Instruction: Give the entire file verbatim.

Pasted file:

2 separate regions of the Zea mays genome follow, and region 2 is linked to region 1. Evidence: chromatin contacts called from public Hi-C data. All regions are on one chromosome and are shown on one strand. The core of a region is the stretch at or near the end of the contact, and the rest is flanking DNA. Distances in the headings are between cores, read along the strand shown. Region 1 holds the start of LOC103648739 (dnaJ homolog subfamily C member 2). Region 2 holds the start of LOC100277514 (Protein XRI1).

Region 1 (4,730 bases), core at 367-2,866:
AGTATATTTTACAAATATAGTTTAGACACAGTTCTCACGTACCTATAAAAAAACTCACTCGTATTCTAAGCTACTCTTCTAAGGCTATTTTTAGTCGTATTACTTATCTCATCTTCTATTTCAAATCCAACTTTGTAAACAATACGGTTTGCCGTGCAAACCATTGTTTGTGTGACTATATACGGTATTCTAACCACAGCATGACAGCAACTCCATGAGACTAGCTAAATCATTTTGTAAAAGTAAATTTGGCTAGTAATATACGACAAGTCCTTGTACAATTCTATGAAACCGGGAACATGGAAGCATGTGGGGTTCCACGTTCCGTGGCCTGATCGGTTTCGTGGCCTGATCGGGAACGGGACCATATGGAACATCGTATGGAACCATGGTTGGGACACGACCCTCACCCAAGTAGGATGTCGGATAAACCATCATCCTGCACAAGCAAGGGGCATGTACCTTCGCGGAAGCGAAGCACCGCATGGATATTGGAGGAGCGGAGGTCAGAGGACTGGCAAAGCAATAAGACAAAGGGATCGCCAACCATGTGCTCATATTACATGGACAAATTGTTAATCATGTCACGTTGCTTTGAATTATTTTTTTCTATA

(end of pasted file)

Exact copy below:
2 separate regions of the Zea mays genome follow, and region 2 is linked to region 1. Evidence: chromatin contacts called from public Hi-C data. All regions are on one chromosome and are shown on one strand. The core of a region is the stretch at or near the end of the contact, and the rest is flanking DNA. Distances in the headings are between cores, read along the strand shown. Region 1 holds the start of LOC103648739 (dnaJ homolog subfamily C member 2). Region 2 holds the start of LOC100277514 (Protein XRI1).

Region 1 (4,730 bases), core at 367-2,866:
AGTATATTTTACAAATATAGTTTAGACACAGTTCTCACGTACCTATAAAAAAACTCACTCGTATTCTAAGCTACTCTTCTAAGGCTATTTTTAGTCGTATTACTTATCTCATCTTCTATTTCAAATCCAACTTTGTAAACAATACGGTTTGCCGTGCAAACCATTGTTTGTGTGACTATATACGGTATTCTAACCACAGCATGACAGCAACTCCATGAGACTAGCTAAATCATTTTGTAAAAGTAAATTTGGCTAGTAATATACGACAAGTCCTTGTACAATTCTATGAAACCGGGAACATGGAAGCATGTGGGGTTCCACGTTCCGTGGCCTGATCGGTTTCGTGGCCTGATCGGGAACGGGACCATATGGAACATCGTATGGAACCATGGTTGGGACACGACCCTCACCCAAGTAGGATGTCGGATAAACCATCATCCTGCACAAGCAAGGGGCATGTACCTTCGCGGAAGCGAAGCACCGCATGGATATTGGAGGAGCGGAGGTCAGAGGACTGGCAAAGCAATAAGACAAAGGGATCGCCAACCATGTGCTCATATTACATGGACAAATTGTTAATCATGTCACGTTGCTTTGAATTATTTTTTTCTATA